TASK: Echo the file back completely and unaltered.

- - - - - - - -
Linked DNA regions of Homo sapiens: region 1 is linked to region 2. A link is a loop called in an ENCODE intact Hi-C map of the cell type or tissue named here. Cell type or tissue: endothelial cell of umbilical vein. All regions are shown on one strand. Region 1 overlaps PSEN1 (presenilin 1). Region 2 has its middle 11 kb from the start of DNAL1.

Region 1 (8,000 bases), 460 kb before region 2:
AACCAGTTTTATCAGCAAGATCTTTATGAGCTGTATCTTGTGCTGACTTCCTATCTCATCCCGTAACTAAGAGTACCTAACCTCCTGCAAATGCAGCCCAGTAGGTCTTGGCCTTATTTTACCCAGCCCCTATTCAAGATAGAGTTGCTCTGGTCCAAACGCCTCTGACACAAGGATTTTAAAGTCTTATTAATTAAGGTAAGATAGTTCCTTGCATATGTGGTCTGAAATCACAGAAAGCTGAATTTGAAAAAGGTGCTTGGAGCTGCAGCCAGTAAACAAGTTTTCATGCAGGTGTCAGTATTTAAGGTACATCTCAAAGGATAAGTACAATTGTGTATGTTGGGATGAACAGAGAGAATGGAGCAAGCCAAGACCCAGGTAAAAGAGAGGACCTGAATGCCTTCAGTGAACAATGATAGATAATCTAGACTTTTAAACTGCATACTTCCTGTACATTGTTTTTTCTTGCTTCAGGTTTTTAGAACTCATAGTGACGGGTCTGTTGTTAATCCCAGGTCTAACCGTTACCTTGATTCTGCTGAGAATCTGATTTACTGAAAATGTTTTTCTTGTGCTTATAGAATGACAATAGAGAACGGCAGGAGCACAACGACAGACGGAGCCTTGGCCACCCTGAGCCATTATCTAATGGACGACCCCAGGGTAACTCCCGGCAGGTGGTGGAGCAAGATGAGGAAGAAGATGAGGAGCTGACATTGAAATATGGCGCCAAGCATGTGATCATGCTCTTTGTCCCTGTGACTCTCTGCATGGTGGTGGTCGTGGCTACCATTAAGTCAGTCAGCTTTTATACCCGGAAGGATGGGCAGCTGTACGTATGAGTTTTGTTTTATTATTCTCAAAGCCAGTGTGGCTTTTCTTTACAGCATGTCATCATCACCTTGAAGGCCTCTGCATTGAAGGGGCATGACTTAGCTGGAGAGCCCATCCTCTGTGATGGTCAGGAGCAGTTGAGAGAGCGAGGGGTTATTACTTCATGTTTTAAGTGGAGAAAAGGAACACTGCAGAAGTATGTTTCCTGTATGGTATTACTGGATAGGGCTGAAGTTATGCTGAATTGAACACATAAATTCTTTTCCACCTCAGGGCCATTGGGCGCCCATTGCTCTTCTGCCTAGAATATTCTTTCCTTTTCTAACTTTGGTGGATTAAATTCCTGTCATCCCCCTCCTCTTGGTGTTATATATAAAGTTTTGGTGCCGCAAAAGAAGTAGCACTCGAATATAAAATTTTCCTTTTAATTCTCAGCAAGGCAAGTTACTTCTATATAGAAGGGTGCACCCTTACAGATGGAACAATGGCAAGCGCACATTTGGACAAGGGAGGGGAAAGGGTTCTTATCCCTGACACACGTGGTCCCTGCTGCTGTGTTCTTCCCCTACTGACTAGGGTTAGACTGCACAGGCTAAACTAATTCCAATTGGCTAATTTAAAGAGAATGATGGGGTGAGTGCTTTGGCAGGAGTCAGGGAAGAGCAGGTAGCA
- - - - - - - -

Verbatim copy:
Linked DNA regions of Homo sapiens: region 1 is linked to region 2. A link is a loop called in an ENCODE intact Hi-C map of the cell type or tissue named here. Cell type or tissue: endothelial cell of umbilical vein. All regions are shown on one strand. Region 1 overlaps PSEN1 (presenilin 1). Region 2 has its middle 11 kb from the start of DNAL1.

Region 1 (8,000 bases), 460 kb before region 2:
AACCAGTTTTATCAGCAAGATCTTTATGAGCTGTATCTTGTGCTGACTTCCTATCTCATCCCGTAACTAAGAGTACCTAACCTCCTGCAAATGCAGCCCAGTAGGTCTTGGCCTTATTTTACCCAGCCCCTATTCAAGATAGAGTTGCTCTGGTCCAAACGCCTCTGACACAAGGATTTTAAAGTCTTATTAATTAAGGTAAGATAGTTCCTTGCATATGTGGTCTGAAATCACAGAAAGCTGAATTTGAAAAAGGTGCTTGGAGCTGCAGCCAGTAAACAAGTTTTCATGCAGGTGTCAGTATTTAAGGTACATCTCAAAGGATAAGTACAATTGTGTATGTTGGGATGAACAGAGAGAATGGAGCAAGCCAAGACCCAGGTAAAAGAGAGGACCTGAATGCCTTCAGTGAACAATGATAGATAATCTAGACTTTTAAACTGCATACTTCCTGTACATTGTTTTTTCTTGCTTCAGGTTTTTAGAACTCATAGTGACGGGTCTGTTGTTAATCCCAGGTCTAACCGTTACCTTGATTCTGCTGAGAATCTGATTTACTGAAAATGTTTTTCTTGTGCTTATAGAATGACAATAGAGAACGGCAGGAGCACAACGACAGACGGAGCCTTGGCCACCCTGAGCCATTATCTAATGGACGACCCCAGGGTAACTCCCGGCAGGTGGTGGAGCAAGATGAGGAAGAAGATGAGGAGCTGACATTGAAATATGGCGCCAAGCATGTGATCATGCTCTTTGTCCCTGTGACTCTCTGCATGGTGGTGGTCGTGGCTACCATTAAGTCAGTCAGCTTTTATACCCGGAAGGATGGGCAGCTGTACGTATGAGTTTTGTTTTATTATTCTCAAAGCCAGTGTGGCTTTTCTTTACAGCATGTCATCATCACCTTGAAGGCCTCTGCATTGAAGGGGCATGACTTAGCTGGAGAGCCCATCCTCTGTGATGGTCAGGAGCAGTTGAGAGAGCGAGGGGTTATTACTTCATGTTTTAAGTGGAGAAAAGGAACACTGCAGAAGTATGTTTCCTGTATGGTATTACTGGATAGGGCTGAAGTTATGCTGAATTGAACACATAAATTCTTTTCCACCTCAGGGCCATTGGGCGCCCATTGCTCTTCTGCCTAGAATATTCTTTCCTTTTCTAACTTTGGTGGATTAAATTCCTGTCATCCCCCTCCTCTTGGTGTTATATATAAAGTTTTGGTGCCGCAAAAGAAGTAGCACTCGAATATAAAATTTTCCTTTTAATTCTCAGCAAGGCAAGTTACTTCTATATAGAAGGGTGCACCCTTACAGATGGAACAATGGCAAGCGCACATTTGGACAAGGGAGGGGAAAGGGTTCTTATCCCTGACACACGTGGTCCCTGCTGCTGTGTTCTTCCCCTACTGACTAGGGTTAGACTGCACAGGCTAAACTAATTCCAATTGGCTAATTTAAAGAGAATGATGGGGTGAGTGCTTTGGCAGGAGTCAGGGAAGAGCAGGTAGCA